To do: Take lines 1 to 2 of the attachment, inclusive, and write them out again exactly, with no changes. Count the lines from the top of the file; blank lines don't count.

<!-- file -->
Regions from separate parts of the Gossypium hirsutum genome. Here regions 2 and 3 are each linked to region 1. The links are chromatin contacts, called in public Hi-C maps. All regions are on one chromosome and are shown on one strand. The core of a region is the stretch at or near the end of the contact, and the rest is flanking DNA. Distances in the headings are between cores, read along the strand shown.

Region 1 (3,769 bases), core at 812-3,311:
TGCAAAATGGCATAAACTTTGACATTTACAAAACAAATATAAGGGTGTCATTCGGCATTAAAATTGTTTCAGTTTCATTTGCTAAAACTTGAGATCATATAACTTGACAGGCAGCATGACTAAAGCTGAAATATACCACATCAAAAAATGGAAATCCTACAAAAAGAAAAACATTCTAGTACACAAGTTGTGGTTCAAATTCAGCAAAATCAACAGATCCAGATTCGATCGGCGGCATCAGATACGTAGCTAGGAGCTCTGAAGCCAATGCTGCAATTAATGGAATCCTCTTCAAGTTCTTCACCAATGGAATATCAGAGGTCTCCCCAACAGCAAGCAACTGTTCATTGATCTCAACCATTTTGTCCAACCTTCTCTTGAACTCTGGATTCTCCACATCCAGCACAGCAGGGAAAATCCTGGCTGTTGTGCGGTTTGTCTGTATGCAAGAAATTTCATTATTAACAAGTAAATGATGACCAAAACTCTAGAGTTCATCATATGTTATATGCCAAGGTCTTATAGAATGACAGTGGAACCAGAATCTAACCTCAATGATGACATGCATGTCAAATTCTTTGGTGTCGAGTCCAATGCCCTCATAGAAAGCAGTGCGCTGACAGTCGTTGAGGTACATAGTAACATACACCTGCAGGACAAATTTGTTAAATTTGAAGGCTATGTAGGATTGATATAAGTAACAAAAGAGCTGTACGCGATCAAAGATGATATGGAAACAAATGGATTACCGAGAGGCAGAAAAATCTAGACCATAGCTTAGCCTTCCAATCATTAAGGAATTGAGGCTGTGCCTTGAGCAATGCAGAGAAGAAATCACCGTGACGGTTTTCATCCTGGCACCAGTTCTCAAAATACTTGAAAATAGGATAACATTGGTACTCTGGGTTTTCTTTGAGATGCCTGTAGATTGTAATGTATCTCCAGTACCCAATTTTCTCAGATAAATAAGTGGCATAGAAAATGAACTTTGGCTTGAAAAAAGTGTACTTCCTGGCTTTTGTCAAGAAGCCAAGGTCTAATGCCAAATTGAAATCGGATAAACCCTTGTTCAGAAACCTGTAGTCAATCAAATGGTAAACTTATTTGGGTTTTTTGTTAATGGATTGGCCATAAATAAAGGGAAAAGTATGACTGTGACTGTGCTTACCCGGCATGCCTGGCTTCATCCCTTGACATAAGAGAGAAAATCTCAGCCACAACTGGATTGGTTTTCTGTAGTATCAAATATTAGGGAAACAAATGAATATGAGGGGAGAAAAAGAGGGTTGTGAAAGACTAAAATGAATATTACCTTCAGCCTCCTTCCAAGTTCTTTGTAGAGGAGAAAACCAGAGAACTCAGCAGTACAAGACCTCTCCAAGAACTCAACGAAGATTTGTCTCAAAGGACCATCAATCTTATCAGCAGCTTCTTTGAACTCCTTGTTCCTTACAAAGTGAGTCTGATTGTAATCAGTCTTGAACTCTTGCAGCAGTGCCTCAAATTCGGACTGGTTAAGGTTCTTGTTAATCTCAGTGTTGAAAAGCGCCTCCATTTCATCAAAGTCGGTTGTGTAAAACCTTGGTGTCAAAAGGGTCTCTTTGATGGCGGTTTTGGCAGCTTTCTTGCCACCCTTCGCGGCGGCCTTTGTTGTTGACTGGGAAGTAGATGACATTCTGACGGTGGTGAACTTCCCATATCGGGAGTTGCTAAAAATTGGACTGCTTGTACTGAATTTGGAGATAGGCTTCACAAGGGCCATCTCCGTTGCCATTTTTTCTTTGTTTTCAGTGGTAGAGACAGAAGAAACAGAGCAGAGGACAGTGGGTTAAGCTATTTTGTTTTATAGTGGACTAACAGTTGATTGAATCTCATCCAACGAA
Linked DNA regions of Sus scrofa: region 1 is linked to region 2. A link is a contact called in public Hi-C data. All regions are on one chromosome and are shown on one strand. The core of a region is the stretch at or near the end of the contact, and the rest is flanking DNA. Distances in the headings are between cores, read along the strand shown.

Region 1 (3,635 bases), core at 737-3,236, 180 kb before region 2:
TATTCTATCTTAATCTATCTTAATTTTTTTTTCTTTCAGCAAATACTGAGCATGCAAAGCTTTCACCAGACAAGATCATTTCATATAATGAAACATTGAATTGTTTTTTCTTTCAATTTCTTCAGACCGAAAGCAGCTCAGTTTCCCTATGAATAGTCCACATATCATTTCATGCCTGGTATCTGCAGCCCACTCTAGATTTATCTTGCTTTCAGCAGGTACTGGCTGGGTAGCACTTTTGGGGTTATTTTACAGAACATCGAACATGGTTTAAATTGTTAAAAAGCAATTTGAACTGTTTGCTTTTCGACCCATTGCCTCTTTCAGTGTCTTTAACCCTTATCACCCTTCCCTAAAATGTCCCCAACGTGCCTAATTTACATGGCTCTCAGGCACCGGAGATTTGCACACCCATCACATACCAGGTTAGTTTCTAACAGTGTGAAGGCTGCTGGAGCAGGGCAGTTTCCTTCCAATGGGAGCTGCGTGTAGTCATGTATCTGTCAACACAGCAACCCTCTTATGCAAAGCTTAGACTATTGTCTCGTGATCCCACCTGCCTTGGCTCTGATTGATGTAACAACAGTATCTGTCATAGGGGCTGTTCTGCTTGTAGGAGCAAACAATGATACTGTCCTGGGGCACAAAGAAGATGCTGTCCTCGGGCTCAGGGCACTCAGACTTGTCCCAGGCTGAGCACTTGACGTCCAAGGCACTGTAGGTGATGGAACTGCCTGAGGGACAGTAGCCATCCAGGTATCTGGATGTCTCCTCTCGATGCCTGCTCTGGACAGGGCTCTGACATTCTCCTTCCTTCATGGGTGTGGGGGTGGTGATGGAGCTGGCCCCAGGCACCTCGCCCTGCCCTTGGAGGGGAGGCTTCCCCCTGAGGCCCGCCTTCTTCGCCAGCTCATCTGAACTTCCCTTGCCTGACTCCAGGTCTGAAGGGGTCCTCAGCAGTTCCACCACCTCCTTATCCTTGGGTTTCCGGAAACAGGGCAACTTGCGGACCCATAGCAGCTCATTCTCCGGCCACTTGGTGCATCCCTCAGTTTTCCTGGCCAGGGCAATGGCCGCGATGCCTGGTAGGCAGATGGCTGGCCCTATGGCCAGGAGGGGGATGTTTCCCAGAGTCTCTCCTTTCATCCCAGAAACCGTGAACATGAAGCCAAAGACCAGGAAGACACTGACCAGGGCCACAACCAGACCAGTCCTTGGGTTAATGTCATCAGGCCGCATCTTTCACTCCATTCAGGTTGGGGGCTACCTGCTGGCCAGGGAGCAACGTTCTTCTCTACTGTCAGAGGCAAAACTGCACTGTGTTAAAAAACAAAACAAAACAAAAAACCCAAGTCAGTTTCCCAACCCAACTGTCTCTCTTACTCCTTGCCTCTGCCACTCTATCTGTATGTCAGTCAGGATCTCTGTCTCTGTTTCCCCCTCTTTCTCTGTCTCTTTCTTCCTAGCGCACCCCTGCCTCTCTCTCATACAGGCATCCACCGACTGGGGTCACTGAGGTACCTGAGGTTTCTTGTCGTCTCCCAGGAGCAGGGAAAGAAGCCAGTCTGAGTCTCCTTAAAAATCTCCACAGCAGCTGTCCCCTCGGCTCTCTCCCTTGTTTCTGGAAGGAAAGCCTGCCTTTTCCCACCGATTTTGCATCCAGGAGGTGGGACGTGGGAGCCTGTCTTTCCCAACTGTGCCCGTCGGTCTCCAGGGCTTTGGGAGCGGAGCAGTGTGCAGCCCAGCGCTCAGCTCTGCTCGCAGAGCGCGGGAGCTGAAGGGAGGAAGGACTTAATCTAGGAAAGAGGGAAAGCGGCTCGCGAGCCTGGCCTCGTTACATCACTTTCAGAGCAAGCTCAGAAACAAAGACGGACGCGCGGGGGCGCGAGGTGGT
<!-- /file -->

Regions from separate parts of the Gossypium hirsutum genome. Here regions 2 and 3 are each linked to region 1. The links are chromatin contacts, called in public Hi-C maps. All regions are on one chromosome and are shown on one strand. The core of a region is the stretch at or near the end of the contact, and the rest is flanking DNA. Distances in the headings are between cores, read along the strand shown.

Region 1 (3,769 bases), core at 812-3,311: